BioShock Sells 25 Million Copies, Still Wasn’t Enough To Save Irrational

BioShock Sells 25 Million Copies, Still Wasn’t Enough To Save Irrational

As we’ve seen in the last few years, being behind a popular franchise or pumping out successful games is not always enough to save a studio from the chopping block. Take Irrational Games and BioShock, which pushed 25 million copies. That’s apparently mediocre, if the fate of Irrational is anything to go by.

I reckon it’s a smashing number, especially when you consider the latest title, Infinite, is responsible for 11 of the 25 million, according to Take-Two boss Strauss Zelnick. The numbers come from a talk Zelnick gave at New York’s Technology, Media, & Telecom Conference, which GameSpot listened in on.

As the site’s news editor Eddie Makuch writes, BioShock remains a “really important intellectual property”, though Zelnick didn’t have much to say regarding the franchise’s future, other than that it has “a lot of upside” and has proven to be “a profitable piece of business”.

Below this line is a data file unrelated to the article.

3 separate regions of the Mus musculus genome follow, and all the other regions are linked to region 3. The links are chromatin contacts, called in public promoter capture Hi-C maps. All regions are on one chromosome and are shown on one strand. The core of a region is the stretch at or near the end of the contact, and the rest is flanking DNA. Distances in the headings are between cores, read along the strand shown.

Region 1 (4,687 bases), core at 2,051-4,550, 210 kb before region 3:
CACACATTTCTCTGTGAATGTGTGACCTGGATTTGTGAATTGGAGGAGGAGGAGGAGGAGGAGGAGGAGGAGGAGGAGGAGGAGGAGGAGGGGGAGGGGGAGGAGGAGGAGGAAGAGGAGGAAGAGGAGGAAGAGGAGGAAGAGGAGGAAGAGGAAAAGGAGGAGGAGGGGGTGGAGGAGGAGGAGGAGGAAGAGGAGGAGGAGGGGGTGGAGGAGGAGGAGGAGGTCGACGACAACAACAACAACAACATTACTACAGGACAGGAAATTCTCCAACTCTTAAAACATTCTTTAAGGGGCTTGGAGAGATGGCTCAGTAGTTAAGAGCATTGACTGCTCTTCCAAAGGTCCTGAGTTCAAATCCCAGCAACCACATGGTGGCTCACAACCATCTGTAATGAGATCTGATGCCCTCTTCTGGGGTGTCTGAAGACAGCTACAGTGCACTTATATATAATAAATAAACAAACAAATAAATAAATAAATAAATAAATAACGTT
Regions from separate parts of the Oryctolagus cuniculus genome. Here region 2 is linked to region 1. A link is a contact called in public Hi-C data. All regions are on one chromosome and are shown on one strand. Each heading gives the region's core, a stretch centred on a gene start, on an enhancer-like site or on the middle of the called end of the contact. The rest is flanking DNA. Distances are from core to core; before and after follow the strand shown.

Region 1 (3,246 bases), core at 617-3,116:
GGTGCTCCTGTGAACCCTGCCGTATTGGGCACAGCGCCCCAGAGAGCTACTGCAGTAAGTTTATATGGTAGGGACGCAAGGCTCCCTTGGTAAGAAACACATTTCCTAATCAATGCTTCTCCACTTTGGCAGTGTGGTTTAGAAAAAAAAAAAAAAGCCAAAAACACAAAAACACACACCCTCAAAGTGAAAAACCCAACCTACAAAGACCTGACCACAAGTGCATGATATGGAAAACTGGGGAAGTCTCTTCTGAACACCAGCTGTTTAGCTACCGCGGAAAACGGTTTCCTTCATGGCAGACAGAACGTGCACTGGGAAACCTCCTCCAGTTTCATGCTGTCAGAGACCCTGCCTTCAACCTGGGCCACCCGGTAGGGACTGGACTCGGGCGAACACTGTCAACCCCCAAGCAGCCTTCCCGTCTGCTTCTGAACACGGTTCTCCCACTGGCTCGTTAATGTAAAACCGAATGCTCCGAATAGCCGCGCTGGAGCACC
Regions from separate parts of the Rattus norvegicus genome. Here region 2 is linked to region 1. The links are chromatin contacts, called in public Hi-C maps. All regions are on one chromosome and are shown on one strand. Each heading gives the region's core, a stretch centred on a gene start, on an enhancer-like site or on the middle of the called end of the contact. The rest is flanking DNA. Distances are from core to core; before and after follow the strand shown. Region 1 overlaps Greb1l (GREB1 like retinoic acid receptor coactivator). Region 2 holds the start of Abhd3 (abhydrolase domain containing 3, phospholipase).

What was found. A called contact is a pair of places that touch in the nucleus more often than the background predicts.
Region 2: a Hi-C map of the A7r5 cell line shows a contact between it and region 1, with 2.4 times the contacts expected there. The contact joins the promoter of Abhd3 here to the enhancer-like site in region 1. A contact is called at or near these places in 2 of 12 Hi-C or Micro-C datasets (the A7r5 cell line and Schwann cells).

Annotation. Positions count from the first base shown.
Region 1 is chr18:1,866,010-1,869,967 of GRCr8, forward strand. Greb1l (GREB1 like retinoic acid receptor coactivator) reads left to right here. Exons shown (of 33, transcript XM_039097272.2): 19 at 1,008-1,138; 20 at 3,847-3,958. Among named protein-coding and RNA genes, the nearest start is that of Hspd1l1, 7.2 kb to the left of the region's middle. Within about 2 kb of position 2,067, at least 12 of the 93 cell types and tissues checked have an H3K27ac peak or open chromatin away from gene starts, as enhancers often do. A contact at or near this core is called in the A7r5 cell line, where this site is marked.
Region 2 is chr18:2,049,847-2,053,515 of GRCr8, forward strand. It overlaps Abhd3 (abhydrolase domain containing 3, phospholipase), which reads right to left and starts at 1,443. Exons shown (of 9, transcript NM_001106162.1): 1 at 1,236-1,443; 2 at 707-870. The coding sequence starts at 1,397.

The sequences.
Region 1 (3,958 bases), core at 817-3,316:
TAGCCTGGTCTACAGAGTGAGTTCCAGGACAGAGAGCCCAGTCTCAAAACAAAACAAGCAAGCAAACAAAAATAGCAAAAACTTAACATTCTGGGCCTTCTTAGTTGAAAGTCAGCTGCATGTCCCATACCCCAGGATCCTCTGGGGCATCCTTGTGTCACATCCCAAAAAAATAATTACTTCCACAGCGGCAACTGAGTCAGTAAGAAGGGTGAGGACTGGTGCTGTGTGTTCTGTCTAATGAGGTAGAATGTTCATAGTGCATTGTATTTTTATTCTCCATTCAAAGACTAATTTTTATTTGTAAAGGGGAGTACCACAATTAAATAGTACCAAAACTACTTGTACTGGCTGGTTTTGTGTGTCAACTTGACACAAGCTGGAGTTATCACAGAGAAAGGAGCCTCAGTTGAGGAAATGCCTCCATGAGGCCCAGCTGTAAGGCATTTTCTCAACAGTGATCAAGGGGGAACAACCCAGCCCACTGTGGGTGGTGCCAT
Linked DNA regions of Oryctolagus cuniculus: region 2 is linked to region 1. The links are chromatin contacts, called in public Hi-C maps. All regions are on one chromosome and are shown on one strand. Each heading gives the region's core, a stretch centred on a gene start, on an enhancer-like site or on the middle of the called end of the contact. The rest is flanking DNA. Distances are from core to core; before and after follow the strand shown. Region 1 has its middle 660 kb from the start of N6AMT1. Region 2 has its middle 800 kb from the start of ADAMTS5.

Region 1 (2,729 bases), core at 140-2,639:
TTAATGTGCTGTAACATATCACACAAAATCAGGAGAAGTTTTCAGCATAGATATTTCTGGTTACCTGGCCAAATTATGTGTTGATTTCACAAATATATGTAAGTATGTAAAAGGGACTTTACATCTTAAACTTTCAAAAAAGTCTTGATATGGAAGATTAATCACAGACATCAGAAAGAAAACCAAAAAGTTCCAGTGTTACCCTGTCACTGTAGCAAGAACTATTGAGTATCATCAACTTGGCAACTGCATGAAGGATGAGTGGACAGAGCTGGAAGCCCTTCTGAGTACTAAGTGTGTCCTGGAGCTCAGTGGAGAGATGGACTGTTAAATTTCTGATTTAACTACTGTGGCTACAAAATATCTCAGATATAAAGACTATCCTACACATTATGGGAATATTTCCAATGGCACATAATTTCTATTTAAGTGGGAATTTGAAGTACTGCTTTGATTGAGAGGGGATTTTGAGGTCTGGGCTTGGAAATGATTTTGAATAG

2K Marin will be at the reigns, whatever the direction the publisher takes, though the lukewarm reception to the studio’s The Bureau: XCOM Declassified does not instil one with confidence.

BioShock Franchise Still “Really Important,” Publisher Says [GameSpot]


  • its because of the amount of money that gets blown on marketing, a game may be made costing only 50million, but then another 50+ is spent just on marketing. its fucking stupid. remember when square was upset that tombraider 5million copies, and yet they called it a failure…

    • It’s more because the profits from the game sales go to the publisher, not the developer. The developer is paid by the publisher to make the game, the publisher then aims to get that money back and made a tidy profit when the game goes on sale.

      How successful the game is really doesn’t have much bearing on the fate of the developer. I guess if you make a good selling game, you have more of a chance of being signed by the publisher to make another one, but it’s no guarantee.

      • while thats true, in the case of the tomb raider reboot, it sold 5million but because it didnt sell 8 square ( the publisher) considering it a failure. too much money is wasted on advertisiting and you just have to look at destiny vs dark souls. One with a budget of half a billion dollars and considered mediorce, the other made for far far less and considered a masterpiece.

        Publishers pay out the arse for stuff that isnt needed, and then because they dont have the funds or the game doesnt meet their sales expectations, they then take it out on the developer